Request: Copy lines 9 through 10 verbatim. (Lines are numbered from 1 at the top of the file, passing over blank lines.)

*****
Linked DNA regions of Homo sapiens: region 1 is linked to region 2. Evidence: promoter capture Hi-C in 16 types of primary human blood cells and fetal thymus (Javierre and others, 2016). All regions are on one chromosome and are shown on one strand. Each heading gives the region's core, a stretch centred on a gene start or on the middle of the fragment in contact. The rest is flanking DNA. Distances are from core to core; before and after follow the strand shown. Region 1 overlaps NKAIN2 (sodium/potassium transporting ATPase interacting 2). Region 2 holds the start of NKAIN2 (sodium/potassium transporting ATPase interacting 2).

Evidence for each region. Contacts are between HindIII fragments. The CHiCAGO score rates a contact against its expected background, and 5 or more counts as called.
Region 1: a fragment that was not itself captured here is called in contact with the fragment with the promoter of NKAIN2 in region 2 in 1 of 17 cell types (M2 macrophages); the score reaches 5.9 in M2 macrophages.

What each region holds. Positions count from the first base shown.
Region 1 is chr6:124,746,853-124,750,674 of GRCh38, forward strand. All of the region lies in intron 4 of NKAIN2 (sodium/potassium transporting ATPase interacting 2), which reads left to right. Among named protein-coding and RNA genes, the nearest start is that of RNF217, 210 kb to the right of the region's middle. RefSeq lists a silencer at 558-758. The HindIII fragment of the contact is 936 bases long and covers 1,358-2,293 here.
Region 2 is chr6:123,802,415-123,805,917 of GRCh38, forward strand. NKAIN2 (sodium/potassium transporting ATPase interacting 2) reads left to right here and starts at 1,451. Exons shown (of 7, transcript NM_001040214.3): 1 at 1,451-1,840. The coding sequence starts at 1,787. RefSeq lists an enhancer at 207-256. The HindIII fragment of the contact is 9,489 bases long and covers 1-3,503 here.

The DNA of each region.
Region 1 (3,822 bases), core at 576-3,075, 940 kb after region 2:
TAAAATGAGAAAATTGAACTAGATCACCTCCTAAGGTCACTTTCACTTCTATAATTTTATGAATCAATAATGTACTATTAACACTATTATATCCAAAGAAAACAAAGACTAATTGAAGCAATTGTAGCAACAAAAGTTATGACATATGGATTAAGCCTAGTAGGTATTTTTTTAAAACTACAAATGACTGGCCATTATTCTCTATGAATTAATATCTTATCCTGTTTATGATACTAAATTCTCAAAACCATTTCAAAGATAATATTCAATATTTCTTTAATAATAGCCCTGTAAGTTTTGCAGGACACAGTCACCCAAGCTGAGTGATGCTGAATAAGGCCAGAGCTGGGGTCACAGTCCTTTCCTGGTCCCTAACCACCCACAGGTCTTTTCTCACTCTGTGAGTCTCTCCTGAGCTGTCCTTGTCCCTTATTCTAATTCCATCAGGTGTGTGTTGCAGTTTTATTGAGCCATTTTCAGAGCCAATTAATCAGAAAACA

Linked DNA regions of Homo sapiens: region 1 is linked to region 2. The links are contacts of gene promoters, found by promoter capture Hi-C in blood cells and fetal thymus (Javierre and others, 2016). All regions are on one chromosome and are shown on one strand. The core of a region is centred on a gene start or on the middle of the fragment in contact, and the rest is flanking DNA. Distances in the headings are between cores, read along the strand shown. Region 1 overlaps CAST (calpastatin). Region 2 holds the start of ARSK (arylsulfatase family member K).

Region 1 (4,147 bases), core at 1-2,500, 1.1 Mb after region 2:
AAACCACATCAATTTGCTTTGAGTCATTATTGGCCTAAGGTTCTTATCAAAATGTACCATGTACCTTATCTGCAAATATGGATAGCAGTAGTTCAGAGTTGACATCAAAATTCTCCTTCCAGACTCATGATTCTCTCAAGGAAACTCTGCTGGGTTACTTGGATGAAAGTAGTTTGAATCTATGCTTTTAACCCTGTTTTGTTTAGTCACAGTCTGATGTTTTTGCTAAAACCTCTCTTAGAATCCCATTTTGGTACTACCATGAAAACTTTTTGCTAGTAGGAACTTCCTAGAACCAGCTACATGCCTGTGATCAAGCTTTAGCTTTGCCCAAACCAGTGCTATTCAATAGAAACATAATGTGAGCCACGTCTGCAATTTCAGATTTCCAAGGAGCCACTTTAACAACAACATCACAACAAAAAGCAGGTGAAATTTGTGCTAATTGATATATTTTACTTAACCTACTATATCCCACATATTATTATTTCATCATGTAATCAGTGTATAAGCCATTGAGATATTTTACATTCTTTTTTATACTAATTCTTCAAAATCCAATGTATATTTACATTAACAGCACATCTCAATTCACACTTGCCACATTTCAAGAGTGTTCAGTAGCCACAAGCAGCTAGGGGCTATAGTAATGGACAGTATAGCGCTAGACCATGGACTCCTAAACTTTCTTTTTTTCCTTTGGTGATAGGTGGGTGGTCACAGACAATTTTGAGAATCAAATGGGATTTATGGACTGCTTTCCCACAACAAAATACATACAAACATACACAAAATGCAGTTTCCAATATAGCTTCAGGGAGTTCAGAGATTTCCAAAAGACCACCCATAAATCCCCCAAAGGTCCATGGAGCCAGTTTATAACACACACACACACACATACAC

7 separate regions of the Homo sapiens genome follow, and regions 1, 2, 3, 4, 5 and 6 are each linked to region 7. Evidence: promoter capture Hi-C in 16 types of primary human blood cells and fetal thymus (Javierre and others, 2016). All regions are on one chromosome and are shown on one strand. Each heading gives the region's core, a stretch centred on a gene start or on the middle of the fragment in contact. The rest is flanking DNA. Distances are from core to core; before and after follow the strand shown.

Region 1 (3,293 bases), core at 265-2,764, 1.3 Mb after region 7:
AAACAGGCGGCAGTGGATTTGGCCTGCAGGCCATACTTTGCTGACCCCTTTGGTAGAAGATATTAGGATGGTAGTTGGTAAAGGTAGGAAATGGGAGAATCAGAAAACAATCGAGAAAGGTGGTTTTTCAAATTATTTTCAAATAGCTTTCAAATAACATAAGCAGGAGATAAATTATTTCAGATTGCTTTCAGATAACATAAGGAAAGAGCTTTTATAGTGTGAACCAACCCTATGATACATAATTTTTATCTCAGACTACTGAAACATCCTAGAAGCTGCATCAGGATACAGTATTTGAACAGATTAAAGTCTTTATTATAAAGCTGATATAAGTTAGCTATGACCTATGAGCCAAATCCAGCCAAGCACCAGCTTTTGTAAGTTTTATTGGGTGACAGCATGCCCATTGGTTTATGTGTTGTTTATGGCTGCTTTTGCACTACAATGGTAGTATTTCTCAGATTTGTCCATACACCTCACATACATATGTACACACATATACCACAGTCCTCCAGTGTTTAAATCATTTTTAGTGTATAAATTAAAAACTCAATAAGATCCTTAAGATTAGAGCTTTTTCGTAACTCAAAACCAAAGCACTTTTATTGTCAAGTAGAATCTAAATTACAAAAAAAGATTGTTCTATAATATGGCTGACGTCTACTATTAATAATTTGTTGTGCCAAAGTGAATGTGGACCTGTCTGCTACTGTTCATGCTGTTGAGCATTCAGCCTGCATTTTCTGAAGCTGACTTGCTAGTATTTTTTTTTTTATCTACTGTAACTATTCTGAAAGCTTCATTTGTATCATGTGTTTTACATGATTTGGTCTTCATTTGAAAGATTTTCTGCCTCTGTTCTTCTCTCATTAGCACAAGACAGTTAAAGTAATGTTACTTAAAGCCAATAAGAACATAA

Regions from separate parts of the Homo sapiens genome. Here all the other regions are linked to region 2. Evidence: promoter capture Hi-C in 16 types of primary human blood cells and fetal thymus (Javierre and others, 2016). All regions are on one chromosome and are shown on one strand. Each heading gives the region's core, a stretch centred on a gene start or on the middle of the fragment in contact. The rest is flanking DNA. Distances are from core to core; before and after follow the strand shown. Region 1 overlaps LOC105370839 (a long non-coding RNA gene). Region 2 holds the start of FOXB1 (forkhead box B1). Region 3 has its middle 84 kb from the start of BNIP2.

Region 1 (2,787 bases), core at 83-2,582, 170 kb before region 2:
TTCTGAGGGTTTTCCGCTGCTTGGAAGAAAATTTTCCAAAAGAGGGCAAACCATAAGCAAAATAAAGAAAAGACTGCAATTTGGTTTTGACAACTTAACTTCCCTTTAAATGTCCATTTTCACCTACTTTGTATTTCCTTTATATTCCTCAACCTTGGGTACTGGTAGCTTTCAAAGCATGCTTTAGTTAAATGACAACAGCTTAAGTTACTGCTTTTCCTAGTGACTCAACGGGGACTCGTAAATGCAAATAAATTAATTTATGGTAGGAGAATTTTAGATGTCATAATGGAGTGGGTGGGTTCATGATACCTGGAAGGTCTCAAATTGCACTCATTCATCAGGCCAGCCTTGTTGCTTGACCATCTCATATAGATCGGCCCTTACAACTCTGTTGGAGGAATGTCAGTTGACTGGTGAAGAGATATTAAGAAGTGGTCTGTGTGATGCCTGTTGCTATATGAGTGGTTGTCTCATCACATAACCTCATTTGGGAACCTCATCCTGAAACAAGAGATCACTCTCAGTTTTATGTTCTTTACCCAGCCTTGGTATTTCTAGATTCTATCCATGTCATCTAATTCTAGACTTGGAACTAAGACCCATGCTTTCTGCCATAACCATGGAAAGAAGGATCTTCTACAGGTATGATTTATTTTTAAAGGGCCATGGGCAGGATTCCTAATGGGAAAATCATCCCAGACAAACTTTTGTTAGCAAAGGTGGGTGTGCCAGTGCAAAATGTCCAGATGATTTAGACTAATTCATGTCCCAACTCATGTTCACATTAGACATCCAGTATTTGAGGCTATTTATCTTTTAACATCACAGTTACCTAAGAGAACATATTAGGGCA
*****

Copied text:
TAAAATGAGAAAATTGAACTAGATCACCTCCTAAGGTCACTTTCACTTCTATAATTTTATGAATCAATAATGTACTATTAACACTATTATATCCAAAGAAAACAAAGACTAATTGAAGCAATTGTAGCAACAAAAGTTATGACATATGGATTAAGCCTAGTAGGTATTTTTTTAAAACTACAAATGACTGGCCATTATTCTCTATGAATTAATATCTTATCCTGTTTATGATACTAAATTCTCAAAACCATTTCAAAGATAATATTCAATATTTCTTTAATAATAGCCCTGTAAGTTTTGCAGGACACAGTCACCCAAGCTGAGTGATGCTGAATAAGGCCAGAGCTGGGGTCACAGTCCTTTCCTGGTCCCTAACCACCCACAGGTCTTTTCTCACTCTGTGAGTCTCTCCTGAGCTGTCCTTGTCCCTTATTCTAATTCCATCAGGTGTGTGTTGCAGTTTTATTGAGCCATTTTCAGAGCCAATTAATCAGAAAACA

Linked DNA regions of Homo sapiens: region 1 is linked to region 2. The links are contacts of gene promoters, found by promoter capture Hi-C in blood cells and fetal thymus (Javierre and others, 2016). All regions are on one chromosome and are shown on one strand. The core of a region is centred on a gene start or on the middle of the fragment in contact, and the rest is flanking DNA. Distances in the headings are between cores, read along the strand shown. Region 1 overlaps CAST (calpastatin). Region 2 holds the start of ARSK (arylsulfatase family member K).